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Colorado Vascular Surgeon Explains What To Watch For If You've Received The J&J Vaccine

DENVER (CBS4) - At least 122, 280 Coloradans have received the Johnson & Johnson dose. Now, many are wondering if they're at risk for blood clots now possibly linked to the vaccine.

The kind of blood clot being investigated is called cerebral venous sinus thrombosis. Six blood clots were seen six to 13 days after vaccination in women only so far. Those women range from 18 to 48 years old.

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"The first thing is to not panic," said Dr. Barbara Melendez, vascular surgeon at the Vascular Institute of the Rockies. "The likelihood that you'll have a problem is less than one in a million."

Melendez says at least 6.8 million Americans have received the Johnson & Johnson dose. She explains, with only six cases reported in the country so far, the risk is minimal at .0004%. There are signs to look out for if you've already received the Johnson &Johnson vaccine.

"This blood clot that women are having after the immunization is a very specific type of blood clot that's in the venous system in the brain, so one of the most common symptoms is headache," said  Melendez. "A blood clot in a leg can cause leg swelling, a blood clot that goes to the lungs can cause shortness of breath, so those are the symptoms that people should be looking out for."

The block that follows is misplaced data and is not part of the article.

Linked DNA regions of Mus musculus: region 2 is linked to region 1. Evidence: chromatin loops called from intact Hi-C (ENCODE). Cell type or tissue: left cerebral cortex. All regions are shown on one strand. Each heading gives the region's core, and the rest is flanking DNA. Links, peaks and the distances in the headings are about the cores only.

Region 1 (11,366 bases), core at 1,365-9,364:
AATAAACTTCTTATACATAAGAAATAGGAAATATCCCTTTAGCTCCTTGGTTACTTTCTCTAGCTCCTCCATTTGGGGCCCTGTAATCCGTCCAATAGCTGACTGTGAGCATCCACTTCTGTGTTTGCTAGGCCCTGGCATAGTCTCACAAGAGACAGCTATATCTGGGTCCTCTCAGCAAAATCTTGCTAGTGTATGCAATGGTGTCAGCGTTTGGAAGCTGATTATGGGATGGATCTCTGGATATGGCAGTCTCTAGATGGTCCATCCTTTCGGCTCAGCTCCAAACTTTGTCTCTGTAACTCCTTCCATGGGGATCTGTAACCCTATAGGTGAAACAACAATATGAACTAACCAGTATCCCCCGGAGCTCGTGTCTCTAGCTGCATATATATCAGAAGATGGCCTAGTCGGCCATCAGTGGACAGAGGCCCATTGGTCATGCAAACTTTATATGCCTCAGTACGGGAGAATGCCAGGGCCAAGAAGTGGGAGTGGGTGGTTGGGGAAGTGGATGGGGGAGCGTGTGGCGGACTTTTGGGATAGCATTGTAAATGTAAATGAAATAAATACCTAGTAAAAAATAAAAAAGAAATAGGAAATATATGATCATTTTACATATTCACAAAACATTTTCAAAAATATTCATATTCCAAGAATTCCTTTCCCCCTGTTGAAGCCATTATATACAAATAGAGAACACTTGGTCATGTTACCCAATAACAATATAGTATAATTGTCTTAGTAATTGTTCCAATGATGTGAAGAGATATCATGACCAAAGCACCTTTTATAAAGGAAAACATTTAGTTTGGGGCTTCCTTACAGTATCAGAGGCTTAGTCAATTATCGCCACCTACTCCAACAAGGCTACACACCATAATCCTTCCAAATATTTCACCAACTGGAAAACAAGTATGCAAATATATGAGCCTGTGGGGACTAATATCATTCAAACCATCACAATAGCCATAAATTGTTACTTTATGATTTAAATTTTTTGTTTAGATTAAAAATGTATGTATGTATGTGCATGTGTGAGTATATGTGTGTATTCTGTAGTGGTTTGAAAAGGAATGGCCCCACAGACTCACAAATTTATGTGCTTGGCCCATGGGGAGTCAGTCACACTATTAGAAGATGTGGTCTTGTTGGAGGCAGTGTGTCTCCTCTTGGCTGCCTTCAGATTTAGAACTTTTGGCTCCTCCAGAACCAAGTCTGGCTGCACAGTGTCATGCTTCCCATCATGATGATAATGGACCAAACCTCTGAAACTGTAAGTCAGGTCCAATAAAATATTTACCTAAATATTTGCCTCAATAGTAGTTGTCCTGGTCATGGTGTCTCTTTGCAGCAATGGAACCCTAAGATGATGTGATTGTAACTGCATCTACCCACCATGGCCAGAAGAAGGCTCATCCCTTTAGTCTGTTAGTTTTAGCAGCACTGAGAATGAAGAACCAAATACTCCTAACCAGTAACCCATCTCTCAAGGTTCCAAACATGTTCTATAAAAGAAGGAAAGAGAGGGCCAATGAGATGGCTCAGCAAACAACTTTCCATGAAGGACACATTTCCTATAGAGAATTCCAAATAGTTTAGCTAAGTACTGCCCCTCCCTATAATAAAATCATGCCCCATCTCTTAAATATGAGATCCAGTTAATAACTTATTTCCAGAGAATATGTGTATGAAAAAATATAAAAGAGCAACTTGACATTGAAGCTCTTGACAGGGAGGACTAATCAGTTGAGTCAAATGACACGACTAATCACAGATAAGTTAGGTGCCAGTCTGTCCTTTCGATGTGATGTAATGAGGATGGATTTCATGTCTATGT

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She says patients are more likely to develop blood clots from COVID-19 than from the vaccine itself.

"We're just being very cautious, which is a good thing," Melendez said.

If it's been at least two weeks since you received your Johnson & Johnson vaccine and you haven't noticed any symptoms, Melendez says you're likely in the clear. She says you should still monitor for symptoms or signs of blood clots.

If there are any signs, she recommends going to your local hospital emergency room.

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